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Effects of A Parenting-Focused Mindfulness Intervention on Adolescent Substance Use and Psychopathology: A Randomized Controlled Trial

Research on Child and Adolescent Psychopathology
Tara M. Chaplin, Kelsey L. Mauro, Timothy W. Curby, Claire Niehaus, Sarah Fischer, Caitlin C. Turpyn, Alexandra M. Martelli, Adam Bryant Miller, Richard N. Leichtweis, Ruth Baer, Rajita Sinha
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Supplementary Information

The online version contains supplementary material available at https://​doi.​org/​10.​1007/​s10802-021-00782-4.

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Substance use and psychopathology symptoms increase in adolescence. One key risk factor for these is high parent stress. Mindfulness interventions reduce stress in adults and may be useful to reduce parent stress and prevent substance use (SU) and psychopathology in adolescents. This study tested the feasibility and effects of a mindfulness intervention for parents on adolescent SU and psychopathology symptoms. Ninety-six mothers of 11–17 year olds were randomly assigned to a mindfulness intervention for parents (the Parenting Mindfully [PM] intervention) or a brief parent education [PE] control group. At pre-intervention, post-intervention, 6-month follow-up, and 1-year follow-up, adolescents reported on SU and mothers and adolescents reported on adolescent externalizing and internalizing symptoms. Primary intent to treat analyses found that the PM intervention prevented increases in adolescent SU over time, relative to the PE control group. The PM intervention also prevented increases in mother-reported externalizing symptoms over time relative to the PE control group. However, PM did not have a significant effect on internalizing symptoms. PM had an indirect effect on adolescent-reported externalizing symptoms through greater mother mindfulness levels at post-intervention, suggesting mother mindfulness as a potential intervention mechanism. Notably, while mothers reported high satisfaction with PM, intervention attendance was low (31% of mothers attended zero sessions). Secondary analyses with mothers who attended >  = 50% of the interventions (n = 48) found significant PM effects on externalizing symptoms, but not SU. Overall, findings support mindfulness training for parents as a promising intervention and future studies should work to promote accessibility for stressed parents.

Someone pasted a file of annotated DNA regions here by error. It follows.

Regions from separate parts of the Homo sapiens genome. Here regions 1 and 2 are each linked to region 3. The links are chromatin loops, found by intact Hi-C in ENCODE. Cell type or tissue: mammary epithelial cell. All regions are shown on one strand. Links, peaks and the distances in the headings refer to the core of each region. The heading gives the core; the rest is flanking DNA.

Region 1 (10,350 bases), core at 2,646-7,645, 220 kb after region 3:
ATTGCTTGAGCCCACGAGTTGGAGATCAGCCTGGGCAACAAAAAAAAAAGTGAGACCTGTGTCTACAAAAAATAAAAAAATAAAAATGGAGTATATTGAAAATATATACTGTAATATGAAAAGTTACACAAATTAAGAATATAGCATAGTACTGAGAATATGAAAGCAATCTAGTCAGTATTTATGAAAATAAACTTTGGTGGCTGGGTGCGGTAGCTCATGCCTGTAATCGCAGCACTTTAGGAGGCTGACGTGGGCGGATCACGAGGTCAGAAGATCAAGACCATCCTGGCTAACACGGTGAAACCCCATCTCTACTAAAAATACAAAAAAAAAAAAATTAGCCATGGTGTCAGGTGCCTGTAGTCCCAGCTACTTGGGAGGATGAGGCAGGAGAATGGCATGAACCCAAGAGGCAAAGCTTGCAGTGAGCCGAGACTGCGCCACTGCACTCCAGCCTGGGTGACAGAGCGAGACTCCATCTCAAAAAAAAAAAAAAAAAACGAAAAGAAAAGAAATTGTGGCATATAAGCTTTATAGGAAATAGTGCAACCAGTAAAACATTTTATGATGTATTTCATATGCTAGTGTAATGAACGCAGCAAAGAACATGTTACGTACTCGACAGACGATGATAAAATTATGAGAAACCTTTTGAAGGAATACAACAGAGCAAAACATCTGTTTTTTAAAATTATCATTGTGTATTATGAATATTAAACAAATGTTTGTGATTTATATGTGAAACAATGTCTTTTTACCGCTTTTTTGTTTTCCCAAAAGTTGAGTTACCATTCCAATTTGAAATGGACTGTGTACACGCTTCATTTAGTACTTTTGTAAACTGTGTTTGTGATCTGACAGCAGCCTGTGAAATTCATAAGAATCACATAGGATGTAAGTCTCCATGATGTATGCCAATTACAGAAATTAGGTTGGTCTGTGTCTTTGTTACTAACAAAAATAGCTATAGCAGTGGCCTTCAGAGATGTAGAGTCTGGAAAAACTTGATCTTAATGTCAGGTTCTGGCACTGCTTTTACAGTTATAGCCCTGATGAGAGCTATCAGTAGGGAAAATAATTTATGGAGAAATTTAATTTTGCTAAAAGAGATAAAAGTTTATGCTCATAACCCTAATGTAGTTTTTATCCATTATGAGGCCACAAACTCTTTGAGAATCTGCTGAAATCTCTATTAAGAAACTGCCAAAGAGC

Clinical Trials Identifier: NCT02038231; Date of Registration: January 13, 2014

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